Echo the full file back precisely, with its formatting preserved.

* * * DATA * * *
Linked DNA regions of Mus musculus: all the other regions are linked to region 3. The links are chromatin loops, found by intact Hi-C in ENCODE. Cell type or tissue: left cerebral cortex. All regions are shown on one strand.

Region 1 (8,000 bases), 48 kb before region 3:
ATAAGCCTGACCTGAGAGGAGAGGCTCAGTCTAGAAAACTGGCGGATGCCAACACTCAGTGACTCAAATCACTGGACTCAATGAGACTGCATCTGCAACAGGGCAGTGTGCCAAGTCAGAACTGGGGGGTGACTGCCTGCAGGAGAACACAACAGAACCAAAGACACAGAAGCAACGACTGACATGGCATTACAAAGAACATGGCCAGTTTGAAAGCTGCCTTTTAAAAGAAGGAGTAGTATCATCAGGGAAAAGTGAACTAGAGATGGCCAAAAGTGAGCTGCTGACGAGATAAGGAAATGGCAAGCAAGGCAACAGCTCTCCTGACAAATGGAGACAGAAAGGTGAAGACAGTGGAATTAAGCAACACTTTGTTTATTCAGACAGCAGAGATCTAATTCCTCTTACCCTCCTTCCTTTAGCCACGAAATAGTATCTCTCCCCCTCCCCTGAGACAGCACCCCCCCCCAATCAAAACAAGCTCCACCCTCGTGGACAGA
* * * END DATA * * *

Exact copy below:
Linked DNA regions of Mus musculus: all the other regions are linked to region 3. The links are chromatin loops, found by intact Hi-C in ENCODE. Cell type or tissue: left cerebral cortex. All regions are shown on one strand.

Region 1 (8,000 bases), 48 kb before region 3:
ATAAGCCTGACCTGAGAGGAGAGGCTCAGTCTAGAAAACTGGCGGATGCCAACACTCAGTGACTCAAATCACTGGACTCAATGAGACTGCATCTGCAACAGGGCAGTGTGCCAAGTCAGAACTGGGGGGTGACTGCCTGCAGGAGAACACAACAGAACCAAAGACACAGAAGCAACGACTGACATGGCATTACAAAGAACATGGCCAGTTTGAAAGCTGCCTTTTAAAAGAAGGAGTAGTATCATCAGGGAAAAGTGAACTAGAGATGGCCAAAAGTGAGCTGCTGACGAGATAAGGAAATGGCAAGCAAGGCAACAGCTCTCCTGACAAATGGAGACAGAAAGGTGAAGACAGTGGAATTAAGCAACACTTTGTTTATTCAGACAGCAGAGATCTAATTCCTCTTACCCTCCTTCCTTTAGCCACGAAATAGTATCTCTCCCCCTCCCCTGAGACAGCACCCCCCCCCAATCAAAACAAGCTCCACCCTCGTGGACAGA